Kirk on the Canal’s mission flows through the heart of its unique landscape

19 JUL 2019
Polwarth Parish Church sits on the banks of the Union Canal in Edinburgh and is warmly known as the Kirk on the Canal.
The church has long been the community centre for Polwarth; but, over the past decade, has been transforming its spaces and pursuing its mission to become a place of wellbeing for all. Making the most of its unique location, the church is now taking to the waters of the canal itself.
Allchurches Trust has given a grant to Polwarth Parish Church towards the purchase and renovation of a previously loved narrowboat, which will become a focus for youth engagement in partnership with the Edinburgh social innovation charity, People Know How.
The joint project, All Aboard: Navigating Life Together, will develop personal and practical skills focused on the narrowboat itself and the natural and cultural heritage of the Union Canal and its conservation.
Having access to the canal will enhance People Know How’s Positive Transitions Service that builds self-esteem, social skills, stronger school relationships and increased self-confidence for young people across Edinburgh, particularly those transitioning into secondary school experiencing complex family situations in urban or difficult environments.
A man with a cup of tea leans out of a narrow boat window
Reverend Jack Holt of Polwarth Parish Church said: “The aim was to have a canal boat that would allow Kirk on the Canal to engage with its community in new ways, but also to share and protect the natural and cultural history and significance of the 200-year-old Union Canal.
“The All Aboard project is built on a model of gathering, sharing, doing and celebrating activities and opportunities that encourage all generations to join together to share traditional skills and develop new ones; all while engaging with art, nature and culture.”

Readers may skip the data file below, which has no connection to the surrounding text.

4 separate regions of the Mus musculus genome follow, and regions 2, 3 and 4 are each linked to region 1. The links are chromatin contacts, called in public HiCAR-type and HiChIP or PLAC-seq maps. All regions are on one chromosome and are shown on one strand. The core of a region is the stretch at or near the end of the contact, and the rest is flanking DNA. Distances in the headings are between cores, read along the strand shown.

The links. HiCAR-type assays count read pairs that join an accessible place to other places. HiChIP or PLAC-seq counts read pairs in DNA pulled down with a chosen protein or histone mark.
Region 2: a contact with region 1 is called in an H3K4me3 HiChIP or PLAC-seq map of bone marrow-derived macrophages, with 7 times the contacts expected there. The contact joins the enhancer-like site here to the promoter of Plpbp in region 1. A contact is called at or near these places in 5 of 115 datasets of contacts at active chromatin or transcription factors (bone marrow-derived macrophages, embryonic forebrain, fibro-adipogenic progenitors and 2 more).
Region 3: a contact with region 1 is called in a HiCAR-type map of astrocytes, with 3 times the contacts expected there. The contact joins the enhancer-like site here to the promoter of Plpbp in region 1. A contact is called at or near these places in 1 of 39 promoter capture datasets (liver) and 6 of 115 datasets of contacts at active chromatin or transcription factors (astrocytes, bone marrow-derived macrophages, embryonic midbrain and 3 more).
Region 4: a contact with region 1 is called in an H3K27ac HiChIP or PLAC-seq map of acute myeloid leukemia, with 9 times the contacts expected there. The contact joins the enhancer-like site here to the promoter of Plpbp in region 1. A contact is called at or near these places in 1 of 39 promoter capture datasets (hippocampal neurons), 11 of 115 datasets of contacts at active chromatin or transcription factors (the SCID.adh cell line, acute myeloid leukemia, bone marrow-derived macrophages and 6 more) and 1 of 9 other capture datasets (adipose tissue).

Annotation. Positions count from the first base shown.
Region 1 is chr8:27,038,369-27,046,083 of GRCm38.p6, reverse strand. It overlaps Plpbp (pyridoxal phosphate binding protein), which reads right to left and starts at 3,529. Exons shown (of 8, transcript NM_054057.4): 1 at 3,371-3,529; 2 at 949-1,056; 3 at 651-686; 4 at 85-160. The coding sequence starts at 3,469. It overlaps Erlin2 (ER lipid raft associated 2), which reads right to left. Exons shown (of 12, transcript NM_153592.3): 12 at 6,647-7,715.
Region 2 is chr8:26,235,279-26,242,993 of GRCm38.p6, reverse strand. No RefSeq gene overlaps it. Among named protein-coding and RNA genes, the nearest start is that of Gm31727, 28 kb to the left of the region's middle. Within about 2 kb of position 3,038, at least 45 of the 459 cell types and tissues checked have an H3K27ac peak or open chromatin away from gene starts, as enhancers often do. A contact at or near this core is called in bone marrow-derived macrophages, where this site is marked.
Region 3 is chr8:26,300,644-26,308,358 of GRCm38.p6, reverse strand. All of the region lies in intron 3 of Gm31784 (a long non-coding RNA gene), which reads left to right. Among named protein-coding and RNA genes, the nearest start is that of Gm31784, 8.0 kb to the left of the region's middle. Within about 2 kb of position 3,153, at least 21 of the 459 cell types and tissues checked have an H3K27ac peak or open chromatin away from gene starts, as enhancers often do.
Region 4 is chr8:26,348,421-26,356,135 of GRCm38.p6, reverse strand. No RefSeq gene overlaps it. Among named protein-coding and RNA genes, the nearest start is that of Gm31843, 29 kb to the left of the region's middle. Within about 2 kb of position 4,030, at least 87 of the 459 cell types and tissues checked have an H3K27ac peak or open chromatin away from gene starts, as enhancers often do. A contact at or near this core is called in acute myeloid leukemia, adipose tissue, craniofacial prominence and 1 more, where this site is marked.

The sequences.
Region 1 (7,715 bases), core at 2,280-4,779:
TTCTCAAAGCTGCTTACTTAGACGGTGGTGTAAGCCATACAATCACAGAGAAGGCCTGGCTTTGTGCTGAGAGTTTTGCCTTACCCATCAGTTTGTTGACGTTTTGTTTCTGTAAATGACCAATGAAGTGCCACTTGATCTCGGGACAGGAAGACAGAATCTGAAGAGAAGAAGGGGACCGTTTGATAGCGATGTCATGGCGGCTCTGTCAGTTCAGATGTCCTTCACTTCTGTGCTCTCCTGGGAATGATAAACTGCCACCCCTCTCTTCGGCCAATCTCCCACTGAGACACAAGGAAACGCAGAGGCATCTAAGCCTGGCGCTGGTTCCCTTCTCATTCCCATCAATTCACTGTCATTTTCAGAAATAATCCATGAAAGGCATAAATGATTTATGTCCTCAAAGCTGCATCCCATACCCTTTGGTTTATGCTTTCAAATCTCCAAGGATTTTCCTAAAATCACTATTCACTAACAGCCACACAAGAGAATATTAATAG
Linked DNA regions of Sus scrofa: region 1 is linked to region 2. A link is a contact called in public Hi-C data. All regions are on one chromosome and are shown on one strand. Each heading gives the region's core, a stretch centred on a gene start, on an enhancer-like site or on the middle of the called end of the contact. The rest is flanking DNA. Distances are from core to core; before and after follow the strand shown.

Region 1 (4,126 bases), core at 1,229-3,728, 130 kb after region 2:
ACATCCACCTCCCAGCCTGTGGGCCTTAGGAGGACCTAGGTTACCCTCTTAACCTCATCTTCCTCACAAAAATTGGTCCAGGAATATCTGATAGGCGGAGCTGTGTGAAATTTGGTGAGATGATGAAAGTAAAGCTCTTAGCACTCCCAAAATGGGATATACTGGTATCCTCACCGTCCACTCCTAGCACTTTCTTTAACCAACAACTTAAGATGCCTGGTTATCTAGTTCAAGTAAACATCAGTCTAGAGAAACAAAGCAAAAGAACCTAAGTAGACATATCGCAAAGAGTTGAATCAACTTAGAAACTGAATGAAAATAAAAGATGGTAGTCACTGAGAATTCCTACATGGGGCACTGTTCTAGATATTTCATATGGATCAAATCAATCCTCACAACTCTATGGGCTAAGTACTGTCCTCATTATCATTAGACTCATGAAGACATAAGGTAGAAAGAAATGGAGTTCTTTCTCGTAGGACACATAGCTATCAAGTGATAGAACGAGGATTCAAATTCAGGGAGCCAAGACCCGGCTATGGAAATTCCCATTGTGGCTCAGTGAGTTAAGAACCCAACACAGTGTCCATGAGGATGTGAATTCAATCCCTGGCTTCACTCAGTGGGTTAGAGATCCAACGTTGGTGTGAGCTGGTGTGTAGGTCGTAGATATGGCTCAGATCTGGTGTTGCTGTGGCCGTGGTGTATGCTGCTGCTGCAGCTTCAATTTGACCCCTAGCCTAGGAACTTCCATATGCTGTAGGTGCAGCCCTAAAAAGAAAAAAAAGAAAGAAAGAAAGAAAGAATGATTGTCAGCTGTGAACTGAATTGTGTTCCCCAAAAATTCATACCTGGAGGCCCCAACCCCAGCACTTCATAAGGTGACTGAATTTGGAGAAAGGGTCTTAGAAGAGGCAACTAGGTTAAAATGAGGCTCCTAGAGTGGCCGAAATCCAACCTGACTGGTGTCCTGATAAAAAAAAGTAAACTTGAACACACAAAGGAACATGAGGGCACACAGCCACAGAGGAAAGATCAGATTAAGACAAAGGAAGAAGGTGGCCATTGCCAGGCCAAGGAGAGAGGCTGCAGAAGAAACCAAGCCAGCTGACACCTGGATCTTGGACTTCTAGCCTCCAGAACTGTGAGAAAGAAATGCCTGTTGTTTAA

Allchurches’ Grants Officer, Peter Mojsa, said: “The Kirk on the Canal is an amazing place of peace, harmony and positivity. Complementing its Canal Gardens, Canal Shed, Polwarth Pontoon and the beautiful labyrinth in the church itself, the purchase and refurbishment of a canal boat for spiritual, educational and personal development pursuits will enhance this special church as a place of wellbeing, community cohesion and spiritual nourishment.”
Reverend Jack Holt and a boy steering the narrowboat
Rev’d Holt continued: “While we were consulting about what difference a canal boat could make to our community, partners and mission, we borrowed a vessel to take some test trips and spend time talking with our guests and participants.
“Groups of secondary students from across Edinburgh came aboard for floating science workshops (most of them had never been on a boat before - and none of them had been in a church). We hosted our Polwarth pop-up café on board and we took the Canal Shedders out for a boat trip. Then we welcomed all to a congregational trip after a Sunday morning service.
“It was all very positive and filled us with great confidence and hope that our narrowboat will be enormously beneficial towards the Kirk on the Canal being able to offer wholeness and wellbeing to all; while protecting and celebrating the beautiful 200 year old Union Canal, whose story we are now also very much a part of.”
Reverend Jack Holt with a group inside the boat
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